FTA is actively working to implement this new National Transit Asset Management System through the rulemaking process, supplemented by technical assistance and outreach to grantees. Given the diversity of transit systems, from complex urban rail and bus networks, to demand response van systems in rural communities, a flexible approach will be paramount. FTA expects to issue a NPRM later this year, addressing the extensive comments received on the October 2013 Advanced NPRM, which aligned the transit asset management process with the need for strengthening transit safety. Additionally, on January 28, 2015, FTA published in the Federal Register final guidance to assist recipients applying for funding under the State of Good Repair Formula Grant Program.
However, under MAP-21, our efforts still do not go far enough to address the backlog of maintenance. The current State of Good Repair Formula Grant Program focuses on rail and bus rapid transit (BRT) systems that are at least seven years old. The preservation needs of non-BRT bus services were severely impacted in MAP-21, with the decrease in funding for the Bus and Bus Facilities Formula Grant Program. The need for additional investments and innovative policies that address the backlog for all bus and rail maintenance still exists, and much more work remains to be done. To that end, the GROW AMERICA Act proposes a total of $7.6 billion in fiscal year 2016 to support FTA’s State of Good Repair efforts, and includes $5.7 billion for State of Good Repair Grants (49 U.S.C. 5337) and $1.9 billion for Bus and Bus Facilities Grants (49 U.S.C. 5339), with incremental increases in each fiscal year through the end of the authorization.
All of these actions, taken together, reflect the U.S. Department of Transportation’s strategic commitment to address the infrastructure deficit in a holistic fashion—and to help the industry employ better metrics that enable them, in turn, to be better stewards of their assets.
III. Building System Capacity
Core Formula Programs (49 U.S.C. 5307, 5310, 5311; Section 3003, 3004 of GROW AMERICA)
FTA’s formula grant programs provide the critical funding for the day to day business of transit agencies across America. MAP-21 retained the program structure for the formula programs with a few exceptions, which were implemented quickly in 2013. The Urbanized Area Formula Program (5307) provides critical capital funding to transit agencies for recapitalization needs. The Rural Formula program (5311) provides capital and operating funding to transit agencies serving in rural areas, tribal lands and Appalachian states. The Enhanced Mobility of Seniors & Individuals with Disabilities Formula Program (5310) provides funding for transit services that specifically target serving the elderly and disabled.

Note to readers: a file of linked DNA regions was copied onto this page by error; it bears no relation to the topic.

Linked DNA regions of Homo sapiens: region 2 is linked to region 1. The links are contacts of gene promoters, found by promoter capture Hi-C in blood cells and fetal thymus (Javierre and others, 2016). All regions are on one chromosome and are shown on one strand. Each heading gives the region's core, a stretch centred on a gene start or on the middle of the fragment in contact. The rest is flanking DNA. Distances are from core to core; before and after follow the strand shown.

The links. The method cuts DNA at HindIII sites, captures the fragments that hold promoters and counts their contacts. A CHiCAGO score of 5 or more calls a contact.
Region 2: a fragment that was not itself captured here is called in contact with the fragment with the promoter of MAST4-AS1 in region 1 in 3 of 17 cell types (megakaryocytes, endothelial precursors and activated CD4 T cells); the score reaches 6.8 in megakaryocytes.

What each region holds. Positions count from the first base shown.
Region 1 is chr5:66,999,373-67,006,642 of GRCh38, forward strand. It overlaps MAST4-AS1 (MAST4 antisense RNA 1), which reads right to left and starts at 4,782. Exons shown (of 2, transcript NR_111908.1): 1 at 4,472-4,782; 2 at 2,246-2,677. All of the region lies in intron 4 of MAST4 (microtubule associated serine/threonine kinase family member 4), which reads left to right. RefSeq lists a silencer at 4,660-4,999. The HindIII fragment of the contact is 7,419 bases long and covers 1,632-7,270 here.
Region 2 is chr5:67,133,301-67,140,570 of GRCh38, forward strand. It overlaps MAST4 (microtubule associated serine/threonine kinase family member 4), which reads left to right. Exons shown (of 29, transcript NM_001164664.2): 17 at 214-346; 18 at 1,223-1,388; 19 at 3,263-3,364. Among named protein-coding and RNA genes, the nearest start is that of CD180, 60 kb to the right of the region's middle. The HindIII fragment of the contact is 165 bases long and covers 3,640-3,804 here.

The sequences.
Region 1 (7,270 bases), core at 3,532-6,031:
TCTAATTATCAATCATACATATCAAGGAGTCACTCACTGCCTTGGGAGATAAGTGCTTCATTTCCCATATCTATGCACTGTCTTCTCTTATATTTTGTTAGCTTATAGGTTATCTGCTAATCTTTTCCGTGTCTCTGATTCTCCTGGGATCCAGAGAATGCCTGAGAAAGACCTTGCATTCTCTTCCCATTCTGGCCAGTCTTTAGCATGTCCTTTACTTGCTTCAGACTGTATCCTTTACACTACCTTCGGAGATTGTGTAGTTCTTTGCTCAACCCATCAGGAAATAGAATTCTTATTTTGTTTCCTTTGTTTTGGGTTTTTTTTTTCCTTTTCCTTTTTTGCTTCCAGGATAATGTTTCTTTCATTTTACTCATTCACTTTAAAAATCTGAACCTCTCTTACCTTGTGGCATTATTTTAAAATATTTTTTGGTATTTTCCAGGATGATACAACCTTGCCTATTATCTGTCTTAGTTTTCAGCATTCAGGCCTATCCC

Since FY 2013, FTA has obligated more than $10.8 billion in funding for these three formula programs. GROW AMERICA builds on the baseline provided by MAP-21 by requesting a 2% increase for FY2016, with moderate increases thereafter for the life of the authorization.
Capital Investment Grants (49 U.S.C. 5309; Section 3002a of GROW AMERICA)
Not long after the enactment of MAP-21, FTA streamlined its New Starts and Small Starts Capital Investment Program through a final rule and accompanying guidance. The changes are helping local project sponsors shave up to six months off the time required to move major projects through the Capital Investment Grant (CIG) Program pipeline. Sponsors who choose to use the optional simplified travel model developed by FTA – a significant streamlining tool - may develop ridership forecasts in as little as two weeks, a dramatic timesaving from the two years it can take using traditional forecasting models, while saving as much as $1 million on related model forecast development costs. Additionally, FTA now has a more straightforward approach for measuring a proposed transit project’s cost-effectiveness, considers an expanded range of environmental benefits, and has simplified the administrative reporting process.
In April 2015, FTA requested comments from the industry on interim policy guidance that, when finalized, will continue to address MAP-21 provisions that govern the CIG program. The guidance provides a deeper level of detail about the methods for applying the project justification and local financial commitment criteria for rating and evaluating New Starts, Small Starts, and Core Capacity Improvement projects, and the procedures for getting through the steps in the process required by law. FTA is proposing to use simple eligibility parameters, simplified evaluation measures, and expanded “warrants” based on readily available, easily verifiable data to make the process less burdensome and time consuming for project sponsors who qualify.